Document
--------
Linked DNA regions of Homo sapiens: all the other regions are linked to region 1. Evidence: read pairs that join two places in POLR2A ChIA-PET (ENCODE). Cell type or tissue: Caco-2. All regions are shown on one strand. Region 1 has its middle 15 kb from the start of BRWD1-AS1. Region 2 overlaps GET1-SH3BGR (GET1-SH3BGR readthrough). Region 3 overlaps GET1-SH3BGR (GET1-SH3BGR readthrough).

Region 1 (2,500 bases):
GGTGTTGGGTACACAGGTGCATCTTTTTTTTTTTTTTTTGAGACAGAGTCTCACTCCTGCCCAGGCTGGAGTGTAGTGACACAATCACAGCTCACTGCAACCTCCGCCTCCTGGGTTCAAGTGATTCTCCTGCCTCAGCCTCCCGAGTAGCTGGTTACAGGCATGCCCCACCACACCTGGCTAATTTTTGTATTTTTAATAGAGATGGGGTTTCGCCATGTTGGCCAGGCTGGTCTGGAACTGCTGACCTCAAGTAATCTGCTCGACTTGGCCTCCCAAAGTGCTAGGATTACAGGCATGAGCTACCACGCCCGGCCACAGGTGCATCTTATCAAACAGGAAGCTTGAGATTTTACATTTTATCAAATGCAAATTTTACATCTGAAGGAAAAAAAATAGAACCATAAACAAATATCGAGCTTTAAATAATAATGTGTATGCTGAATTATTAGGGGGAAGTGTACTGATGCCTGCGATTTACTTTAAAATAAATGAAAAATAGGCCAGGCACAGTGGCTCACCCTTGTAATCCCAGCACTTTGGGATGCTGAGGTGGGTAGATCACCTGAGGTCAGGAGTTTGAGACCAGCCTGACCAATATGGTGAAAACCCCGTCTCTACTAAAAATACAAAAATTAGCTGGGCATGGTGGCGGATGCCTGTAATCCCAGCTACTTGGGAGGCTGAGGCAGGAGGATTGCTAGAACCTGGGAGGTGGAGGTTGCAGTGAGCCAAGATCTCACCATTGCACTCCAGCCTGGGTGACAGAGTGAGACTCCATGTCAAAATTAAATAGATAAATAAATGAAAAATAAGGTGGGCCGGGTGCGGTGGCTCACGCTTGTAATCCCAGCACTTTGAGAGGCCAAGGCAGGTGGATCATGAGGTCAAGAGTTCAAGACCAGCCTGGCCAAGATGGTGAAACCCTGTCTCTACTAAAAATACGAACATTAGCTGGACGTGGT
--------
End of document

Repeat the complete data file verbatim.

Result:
Linked DNA regions of Homo sapiens: all the other regions are linked to region 1. Evidence: read pairs that join two places in POLR2A ChIA-PET (ENCODE). Cell type or tissue: Caco-2. All regions are shown on one strand. Region 1 has its middle 15 kb from the start of BRWD1-AS1. Region 2 overlaps GET1-SH3BGR (GET1-SH3BGR readthrough). Region 3 overlaps GET1-SH3BGR (GET1-SH3BGR readthrough).

Region 1 (2,500 bases):
GGTGTTGGGTACACAGGTGCATCTTTTTTTTTTTTTTTTGAGACAGAGTCTCACTCCTGCCCAGGCTGGAGTGTAGTGACACAATCACAGCTCACTGCAACCTCCGCCTCCTGGGTTCAAGTGATTCTCCTGCCTCAGCCTCCCGAGTAGCTGGTTACAGGCATGCCCCACCACACCTGGCTAATTTTTGTATTTTTAATAGAGATGGGGTTTCGCCATGTTGGCCAGGCTGGTCTGGAACTGCTGACCTCAAGTAATCTGCTCGACTTGGCCTCCCAAAGTGCTAGGATTACAGGCATGAGCTACCACGCCCGGCCACAGGTGCATCTTATCAAACAGGAAGCTTGAGATTTTACATTTTATCAAATGCAAATTTTACATCTGAAGGAAAAAAAATAGAACCATAAACAAATATCGAGCTTTAAATAATAATGTGTATGCTGAATTATTAGGGGGAAGTGTACTGATGCCTGCGATTTACTTTAAAATAAATGAAAAATAGGCCAGGCACAGTGGCTCACCCTTGTAATCCCAGCACTTTGGGATGCTGAGGTGGGTAGATCACCTGAGGTCAGGAGTTTGAGACCAGCCTGACCAATATGGTGAAAACCCCGTCTCTACTAAAAATACAAAAATTAGCTGGGCATGGTGGCGGATGCCTGTAATCCCAGCTACTTGGGAGGCTGAGGCAGGAGGATTGCTAGAACCTGGGAGGTGGAGGTTGCAGTGAGCCAAGATCTCACCATTGCACTCCAGCCTGGGTGACAGAGTGAGACTCCATGTCAAAATTAAATAGATAAATAAATGAAAAATAAGGTGGGCCGGGTGCGGTGGCTCACGCTTGTAATCCCAGCACTTTGAGAGGCCAAGGCAGGTGGATCATGAGGTCAAGAGTTCAAGACCAGCCTGGCCAAGATGGTGAAACCCTGTCTCTACTAAAAATACGAACATTAGCTGGACGTGGT